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How 3D Scanning Accelerates the Design and Development of Cars and Motorcycles

The MetraSCAN 3D simplifies the design and development process for Japanese automotive and motorcycle manufacturers

PHIARO CORPORATION, founded in 1939, is a Japanese design development company that offers end-to-end styling, engineering, modeling, prototyping and small lot production to Japanese automobile and motorcycle manufacturers. PHIARO CORPORATION is renowned for being an early adopter of new technologies: the company began integrating CAD/CAM technologies in the 1970s—much earlier than others in the industry. Today, with over 250 employees, the company offers its services through offices and factories in Japan, China and California. PHIARO CORPORATION’s Corporate Officer and General Manager of its Design Development Division, Kengo Sakata, explained that his team began using Creaform’s optical CMM MetraSCAN 3D in 2010. In fact, the company was one of the first in Japan to adopt Creaform’s MetraSCAN 3D!

Getting clay model measurements just right—and ensuring accurate data acquisition for CAD files

Mr. Sakata explained that, back in 2010, the decision was made to acquire a new type of scanner. The reason? The existing scanners the company used required a dedicated and highly experienced staff to operate them. If certain staff members were away for the day or week, operations were actually significantly delayed. PHIARO CORPORATION wanted a new 3D scanner that was easy to use—by almost anyone in the company.  Although Creaform was just beginning to make inroads into Japan at the time, PHIARO CORPORATION selected Creaform not only for its advanced technology but also as an advantage versus its competitors in the Japanese market. What particularly attracted PHIARO CORPORATION to the MetraSCAN 3D was that it was arm-free: a handheld 3D scanner makes it very easy and intuitive for users of all levels to measure target objects—almost as though they were “spraying” something. Users can therefore keep their attention on more value-added tasks rather than the measurement and data acquisition itself.

According to Mr. Sakata, the MetraSCAN 3D is used primarily for clay model measuring and surface data acquisition, providing highly accurate results that are transferred into CAD data. Both design and engineering teams use the MetraSCAN 3D to ensure seamless communication with each other throughout the entire process, greatly streamlining productivity and eliminating costly errors. The MetraSCAN 3D is also particularly handy for scanning complicated forms, such as car interiors and motorcycles. An added benefit? The MetraSCAN 3D can be used in bright environments and can withstand vibrations in production environments, providing the ultimate flexibility in 3D scanning.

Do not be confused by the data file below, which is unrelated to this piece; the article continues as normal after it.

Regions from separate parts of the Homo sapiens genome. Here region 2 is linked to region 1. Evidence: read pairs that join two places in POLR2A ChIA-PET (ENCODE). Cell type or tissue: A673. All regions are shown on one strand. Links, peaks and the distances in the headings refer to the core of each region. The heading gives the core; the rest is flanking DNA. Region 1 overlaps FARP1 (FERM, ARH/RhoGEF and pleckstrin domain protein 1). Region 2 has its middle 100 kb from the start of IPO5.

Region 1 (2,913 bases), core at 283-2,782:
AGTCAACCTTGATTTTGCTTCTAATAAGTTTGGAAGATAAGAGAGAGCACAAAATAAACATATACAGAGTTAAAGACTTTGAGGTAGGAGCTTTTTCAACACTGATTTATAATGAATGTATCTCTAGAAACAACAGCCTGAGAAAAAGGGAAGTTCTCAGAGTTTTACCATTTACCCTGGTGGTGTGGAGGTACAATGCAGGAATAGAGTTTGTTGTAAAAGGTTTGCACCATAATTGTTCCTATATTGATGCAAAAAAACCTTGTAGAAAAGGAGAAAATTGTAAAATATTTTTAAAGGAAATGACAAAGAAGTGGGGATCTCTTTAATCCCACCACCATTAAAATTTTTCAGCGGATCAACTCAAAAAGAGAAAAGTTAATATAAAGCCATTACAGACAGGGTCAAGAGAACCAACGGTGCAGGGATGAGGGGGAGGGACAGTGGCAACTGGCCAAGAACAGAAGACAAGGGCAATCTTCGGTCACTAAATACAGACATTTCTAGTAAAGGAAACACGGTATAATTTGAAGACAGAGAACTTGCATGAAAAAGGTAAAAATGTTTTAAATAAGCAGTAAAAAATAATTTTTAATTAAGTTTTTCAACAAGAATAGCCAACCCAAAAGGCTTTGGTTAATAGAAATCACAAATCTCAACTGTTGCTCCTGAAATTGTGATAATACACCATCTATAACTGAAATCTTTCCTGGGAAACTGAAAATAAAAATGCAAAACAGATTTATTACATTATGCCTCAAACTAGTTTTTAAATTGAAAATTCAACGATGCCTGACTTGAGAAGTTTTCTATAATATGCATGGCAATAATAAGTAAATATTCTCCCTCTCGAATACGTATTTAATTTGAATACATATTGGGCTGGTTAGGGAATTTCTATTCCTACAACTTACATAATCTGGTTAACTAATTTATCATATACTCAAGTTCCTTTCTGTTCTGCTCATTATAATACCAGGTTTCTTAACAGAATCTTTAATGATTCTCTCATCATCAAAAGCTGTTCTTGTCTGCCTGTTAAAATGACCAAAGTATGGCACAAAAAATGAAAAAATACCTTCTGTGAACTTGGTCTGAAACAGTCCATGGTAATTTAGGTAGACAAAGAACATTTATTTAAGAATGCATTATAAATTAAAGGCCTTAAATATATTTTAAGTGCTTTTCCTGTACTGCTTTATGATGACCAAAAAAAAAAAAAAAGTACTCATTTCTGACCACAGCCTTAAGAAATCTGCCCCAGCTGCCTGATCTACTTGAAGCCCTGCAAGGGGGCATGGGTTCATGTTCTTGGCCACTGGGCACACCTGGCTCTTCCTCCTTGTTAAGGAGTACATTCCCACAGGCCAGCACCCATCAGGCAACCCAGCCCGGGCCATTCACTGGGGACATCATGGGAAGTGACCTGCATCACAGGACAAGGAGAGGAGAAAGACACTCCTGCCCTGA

For products other than vehicles, PHIARO CORPORATION uses the MetraSCAN 3D to analyze metal strength (distortion and rigidity) and scanning the internal parts of robots or equipment to verify interferences with outside covers. Finally, the company has also been able to create and archive data from old products for which the drawings are no longer available—an easy and fast approach to conserving valuable product information.

The bottom line

When asked what the top benefits of the MetraSCAN 3D were, Mr. Sakata answered: productivity and accuracy. First, because it is so easy to use, the MetraSCAN 3D can be used by almost any one, with minimal training. Even non-specialized teams can help out with measurements and data acquisition during work peaks. What’s more: it takes very little time to set up and prepare for scanning. Few markers are required to be applied on the target object and once the part is ready, scanning can be performed very quickly—all while generating highly accurate results and simplifying post data acquisition editing. Mr. Sakata also noted that in many cases, measurement times have been slashed by half thanks to the MetraSCAN 3D.